More and more employers are encouraging employees to stay at home if they are sick or if they have symptoms that may correspond with an acute respiratory illness. In the interest of efficiency, some employers are simply circulating (or cutting and pasting from) the recommendations as set forth in this: https://www.cdc.gov/coronavirus/2019-ncov/community/guidance-business-response.html
While employers need to move quickly, that is not mutually exclusive from thinking through with celerity legal and practical, such as:
1. The CDC guidance does not specifically list in one place the symptoms that may indicate acute respiratory illness. Employers may wish to spell them out. Ideally, an employer should check with a medical professional before doing so. Without my providing medical advice, it is my understanding that the following are three (3) of the more common symptoms of an acute respiratory condition:
a. (100.4° F [37.8° C] or greater)
c. Shortness of breath
2. The CDC language speaks to “employees who have symptoms of acute respiratory illness.” However, the above symptoms do not necessarily mean the employee has an acute respiratory illness, let alone the coronavirus. Employers need to be careful not to create panic. Employers may be better off speaking of symptoms that may indicate an accurate respiratory illness. Employees with such symptoms should be encouraged to check with their health care professional. Health care professionals may be unavailable so that, now more than ever, employers may wish to explore contracting with a telemedicine organization.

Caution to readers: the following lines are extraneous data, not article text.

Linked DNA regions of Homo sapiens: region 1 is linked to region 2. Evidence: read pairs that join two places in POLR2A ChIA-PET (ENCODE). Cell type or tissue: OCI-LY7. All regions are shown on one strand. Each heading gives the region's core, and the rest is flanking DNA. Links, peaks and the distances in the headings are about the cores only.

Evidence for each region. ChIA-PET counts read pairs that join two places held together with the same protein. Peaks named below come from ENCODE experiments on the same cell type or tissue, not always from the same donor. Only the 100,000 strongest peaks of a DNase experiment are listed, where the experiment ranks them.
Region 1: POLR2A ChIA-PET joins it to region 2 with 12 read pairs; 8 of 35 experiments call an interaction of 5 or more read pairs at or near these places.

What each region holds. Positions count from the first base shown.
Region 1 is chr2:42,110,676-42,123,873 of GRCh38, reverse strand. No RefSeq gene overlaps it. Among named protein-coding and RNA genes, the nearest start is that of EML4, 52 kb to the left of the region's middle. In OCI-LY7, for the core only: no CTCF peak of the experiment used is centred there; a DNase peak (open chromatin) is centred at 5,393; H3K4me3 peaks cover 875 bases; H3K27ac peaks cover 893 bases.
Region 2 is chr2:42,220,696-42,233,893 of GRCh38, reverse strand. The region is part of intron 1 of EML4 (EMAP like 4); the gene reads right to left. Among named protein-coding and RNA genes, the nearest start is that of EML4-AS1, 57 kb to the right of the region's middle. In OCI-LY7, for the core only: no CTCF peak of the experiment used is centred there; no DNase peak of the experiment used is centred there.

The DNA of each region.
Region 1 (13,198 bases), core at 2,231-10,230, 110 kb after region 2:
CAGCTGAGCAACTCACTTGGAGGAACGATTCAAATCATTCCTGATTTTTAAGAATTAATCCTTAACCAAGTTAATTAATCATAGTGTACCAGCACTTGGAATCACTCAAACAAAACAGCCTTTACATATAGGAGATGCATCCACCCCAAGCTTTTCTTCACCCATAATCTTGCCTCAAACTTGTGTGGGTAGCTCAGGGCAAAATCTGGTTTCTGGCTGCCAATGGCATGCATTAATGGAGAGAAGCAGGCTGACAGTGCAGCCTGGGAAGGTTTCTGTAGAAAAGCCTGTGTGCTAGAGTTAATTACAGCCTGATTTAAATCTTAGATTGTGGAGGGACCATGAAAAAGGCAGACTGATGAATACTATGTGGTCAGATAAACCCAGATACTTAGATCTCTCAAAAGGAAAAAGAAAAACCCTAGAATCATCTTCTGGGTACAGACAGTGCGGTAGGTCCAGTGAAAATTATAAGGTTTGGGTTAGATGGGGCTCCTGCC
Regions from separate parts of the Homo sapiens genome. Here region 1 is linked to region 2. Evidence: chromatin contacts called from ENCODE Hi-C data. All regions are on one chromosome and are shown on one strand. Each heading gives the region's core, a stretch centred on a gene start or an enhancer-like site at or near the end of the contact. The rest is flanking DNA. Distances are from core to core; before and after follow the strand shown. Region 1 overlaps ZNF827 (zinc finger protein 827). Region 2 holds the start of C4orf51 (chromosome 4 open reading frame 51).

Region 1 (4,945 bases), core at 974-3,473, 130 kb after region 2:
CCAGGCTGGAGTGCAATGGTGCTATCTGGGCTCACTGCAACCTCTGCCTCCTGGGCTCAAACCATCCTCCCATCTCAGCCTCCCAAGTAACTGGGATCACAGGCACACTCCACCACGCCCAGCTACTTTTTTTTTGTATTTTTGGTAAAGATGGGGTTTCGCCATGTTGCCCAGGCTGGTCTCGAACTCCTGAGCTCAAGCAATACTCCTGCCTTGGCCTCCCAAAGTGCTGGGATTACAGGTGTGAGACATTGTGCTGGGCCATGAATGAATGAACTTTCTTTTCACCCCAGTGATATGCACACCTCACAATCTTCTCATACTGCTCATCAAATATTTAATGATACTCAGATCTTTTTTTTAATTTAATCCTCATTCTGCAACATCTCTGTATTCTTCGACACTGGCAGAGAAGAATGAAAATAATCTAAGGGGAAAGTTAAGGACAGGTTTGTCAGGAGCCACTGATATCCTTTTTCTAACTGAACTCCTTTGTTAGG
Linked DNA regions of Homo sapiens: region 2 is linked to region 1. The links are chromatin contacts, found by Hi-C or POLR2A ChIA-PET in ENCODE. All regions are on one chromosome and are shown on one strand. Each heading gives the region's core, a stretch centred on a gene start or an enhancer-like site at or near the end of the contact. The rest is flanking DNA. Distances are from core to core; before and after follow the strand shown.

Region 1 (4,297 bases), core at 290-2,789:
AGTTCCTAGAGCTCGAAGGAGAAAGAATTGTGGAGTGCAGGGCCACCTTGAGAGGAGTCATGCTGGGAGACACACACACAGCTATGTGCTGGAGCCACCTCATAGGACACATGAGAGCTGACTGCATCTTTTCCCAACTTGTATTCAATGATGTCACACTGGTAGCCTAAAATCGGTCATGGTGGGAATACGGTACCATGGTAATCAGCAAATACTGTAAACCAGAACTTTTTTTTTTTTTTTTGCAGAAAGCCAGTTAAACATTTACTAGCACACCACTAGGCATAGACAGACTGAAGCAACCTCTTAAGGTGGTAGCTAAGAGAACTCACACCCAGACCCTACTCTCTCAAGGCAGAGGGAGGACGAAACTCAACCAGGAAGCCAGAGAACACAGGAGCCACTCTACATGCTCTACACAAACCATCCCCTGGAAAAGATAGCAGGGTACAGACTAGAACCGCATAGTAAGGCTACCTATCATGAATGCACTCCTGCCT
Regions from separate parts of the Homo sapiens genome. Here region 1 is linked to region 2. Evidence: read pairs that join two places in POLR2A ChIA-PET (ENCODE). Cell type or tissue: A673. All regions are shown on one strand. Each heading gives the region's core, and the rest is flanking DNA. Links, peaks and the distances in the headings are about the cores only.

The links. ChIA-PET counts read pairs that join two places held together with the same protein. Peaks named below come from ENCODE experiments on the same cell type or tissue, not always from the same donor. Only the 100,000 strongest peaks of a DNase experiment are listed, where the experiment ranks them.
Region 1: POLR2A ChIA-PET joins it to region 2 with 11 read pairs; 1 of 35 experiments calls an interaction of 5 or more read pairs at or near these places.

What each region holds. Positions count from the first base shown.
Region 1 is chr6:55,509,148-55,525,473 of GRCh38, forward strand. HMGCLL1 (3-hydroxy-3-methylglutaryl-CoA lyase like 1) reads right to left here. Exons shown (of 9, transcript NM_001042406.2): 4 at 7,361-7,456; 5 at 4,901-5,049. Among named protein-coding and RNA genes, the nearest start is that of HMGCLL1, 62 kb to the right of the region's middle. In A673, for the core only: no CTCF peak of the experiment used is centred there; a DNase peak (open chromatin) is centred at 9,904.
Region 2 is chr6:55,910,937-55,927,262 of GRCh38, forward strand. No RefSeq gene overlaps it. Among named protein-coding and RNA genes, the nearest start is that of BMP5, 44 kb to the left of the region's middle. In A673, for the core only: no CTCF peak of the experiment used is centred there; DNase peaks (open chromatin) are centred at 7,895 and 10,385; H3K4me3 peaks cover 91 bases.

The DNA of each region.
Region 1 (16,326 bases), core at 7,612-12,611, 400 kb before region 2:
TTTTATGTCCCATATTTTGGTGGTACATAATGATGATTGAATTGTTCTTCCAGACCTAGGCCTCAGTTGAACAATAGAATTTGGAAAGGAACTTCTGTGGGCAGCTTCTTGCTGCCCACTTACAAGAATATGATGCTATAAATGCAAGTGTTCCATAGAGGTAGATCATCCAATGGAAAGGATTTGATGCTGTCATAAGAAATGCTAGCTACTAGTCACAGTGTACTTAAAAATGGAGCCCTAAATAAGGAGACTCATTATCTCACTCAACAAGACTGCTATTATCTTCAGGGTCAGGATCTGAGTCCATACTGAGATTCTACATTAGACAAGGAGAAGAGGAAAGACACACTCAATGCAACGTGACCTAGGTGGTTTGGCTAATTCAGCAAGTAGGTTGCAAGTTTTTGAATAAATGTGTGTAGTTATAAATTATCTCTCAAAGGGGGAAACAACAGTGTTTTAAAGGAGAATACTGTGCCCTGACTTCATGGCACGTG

3. Some of the symptoms, such as coughing or shortness of breath, may be consistent with conditions that are not contagious, such as asthma. The CDC’s broad language may create ADA issues for employers by keeping out of work employees who pose no risk to others. In balancing competing risks, employers may wish to state that the encouragement (or requirement) that employees stay at home does not apply if an employee is coughing and/or experiencing shortness of breath and such symptoms relate to a previously-identified, non-contagious condition, such as asthma, and have not increased in severity.
4. An employer may wish to send an employee home who is experiencing symptoms that may be consistent with an acute respiratory condition. However, the employer may want to give the employee an opportunity to provide an explanation; see prior paragraph. Further, to mitigate the potential for conscious or implicit bias, an employer would be well served, whenever possible, to require approval by a second designated individual.
5. If an employer has a policy or practice relative to requiring employees to stay at home and/or sending them home if they have certain symptoms, employers need to consider whether to impose the same requirements on independent contractors and visitors as well as on employees employed by a temporary agency or contractor. Of course, with regard to temporary and agency employees, imposing the requirements on their employees, directly or indirectly, may be one factor in determining joint-employer status. But an employer needs to balance the joint employer risk against the health and business continuity risks of not imposing the requirements.
These are but some of the issues that an employer may wish to consider when dealing with an employee who has “only” possible symptoms of COVID-19 or another respiratory illness.
Now, wash your hands with soap and water for at least 20 seconds. Think of someone you love and the time will go quickly!
This blog is not legal or medical advice, should not be construed as applying to specific factual situations or as establishing an attorney-client relationship.
Follow me on Twitter at: @Jonathan_HR_Law.
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